• If I go to an Ontario hospital and I'm an Ontario resident (like most people in Ontario hospitals), the majority of my care will be billed to OHIP. If I want a private room, then that will be an extra bill, but the vast majority of the billing is done to the provincial Medicare plans, which makes it really easy to standardize the forms.
    3. Government-set rates
      • In the U.S., doctors work at the rate the market can sustain, which is based on what the hospitals are willing to pay, which is based on what the insurance companies are willing to pay, which is based on what consumers can afford to pay. So, it's in everybody's interest (except for the consumer) to make those fees as high as possible.
      • In Canada, the rate that a hospital charges for a procedure is set by the province, which limits the amount that hospitals get paid, which limits the amount that doctors get paid. It means that doctors get paid substantially less in Canada than they do in the U.S. (and insurance and hospital corporations are much less profitable). Yes, some doctors get their M.D. and then go across the border to the U.S. to get paid more, but enough stay to make the system work.
  2. Have you watched that John Green video I posted? I learned a lot from it! Not least of which is that Americans already pay more than us in taxes for health care that they don't get. We pay like 7% or less of our GDP for health care we all can access. They pay more than 11% for health care very few can access. Its nuts!!

    Our system aint perfect by any means and we can do a lot to improve it. I look to the Scandinavians for a model of how health care work.

    But I literally won't go to the US without travel health insurance.

  3. I am a proud Canadian taxpayer, net contributor to the system. Were my parents American, I would not have been fucking born, because no insurance company would have covered my mother due to pre-existing conditions and the birth of my older sister would have wiped them out. I struggle all the time to understand how people in the US have gone along with this system for so long.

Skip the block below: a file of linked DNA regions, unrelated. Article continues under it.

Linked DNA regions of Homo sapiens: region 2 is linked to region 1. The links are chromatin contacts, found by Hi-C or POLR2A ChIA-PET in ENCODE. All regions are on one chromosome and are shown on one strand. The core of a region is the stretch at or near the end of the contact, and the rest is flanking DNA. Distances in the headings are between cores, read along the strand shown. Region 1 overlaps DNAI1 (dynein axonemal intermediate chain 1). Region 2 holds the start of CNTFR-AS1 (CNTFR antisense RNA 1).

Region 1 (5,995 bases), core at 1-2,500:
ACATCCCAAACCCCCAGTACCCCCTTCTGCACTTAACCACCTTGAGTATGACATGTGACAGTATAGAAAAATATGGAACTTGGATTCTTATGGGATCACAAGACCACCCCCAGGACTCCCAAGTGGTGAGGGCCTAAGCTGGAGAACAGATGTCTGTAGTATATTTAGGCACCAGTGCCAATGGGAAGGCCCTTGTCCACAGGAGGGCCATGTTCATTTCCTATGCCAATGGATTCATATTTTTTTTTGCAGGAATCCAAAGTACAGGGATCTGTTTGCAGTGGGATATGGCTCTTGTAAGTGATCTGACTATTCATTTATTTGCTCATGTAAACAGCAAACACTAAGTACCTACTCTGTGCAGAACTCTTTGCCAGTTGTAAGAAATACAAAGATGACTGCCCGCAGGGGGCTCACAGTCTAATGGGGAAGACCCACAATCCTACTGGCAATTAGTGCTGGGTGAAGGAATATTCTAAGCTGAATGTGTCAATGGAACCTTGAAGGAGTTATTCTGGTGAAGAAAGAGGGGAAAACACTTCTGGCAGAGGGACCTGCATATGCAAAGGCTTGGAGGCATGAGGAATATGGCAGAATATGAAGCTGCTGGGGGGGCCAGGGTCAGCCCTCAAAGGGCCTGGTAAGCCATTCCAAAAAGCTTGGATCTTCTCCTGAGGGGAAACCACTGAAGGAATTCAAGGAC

And don't get me started with that Trick Pony that Republicans trot out all the time with some Brad or Suzie Middleclass who paid for a procedure in the US because the wait list up here was too long. That rant is an epic one because it is a trick.

  4. Healthcare alone was enough to remove America from the list of acceptable countries when I was considering overseas academic positions.

  5. But you can purchase better health care in Canada. It's not restricted. My workplace pays for physiotherapy, and dentistry, and prescription drugs, and all sorts of things that Medicare doesn't pay for. Medicare isn't restricting the ability for people to pay for better health care; it's just paying for the baseline care that keeps everyone reasonably healthy.

    A similar initiative, to ensure that everyone has at least the baseline level of housing, is not particularly considered to be outrageous.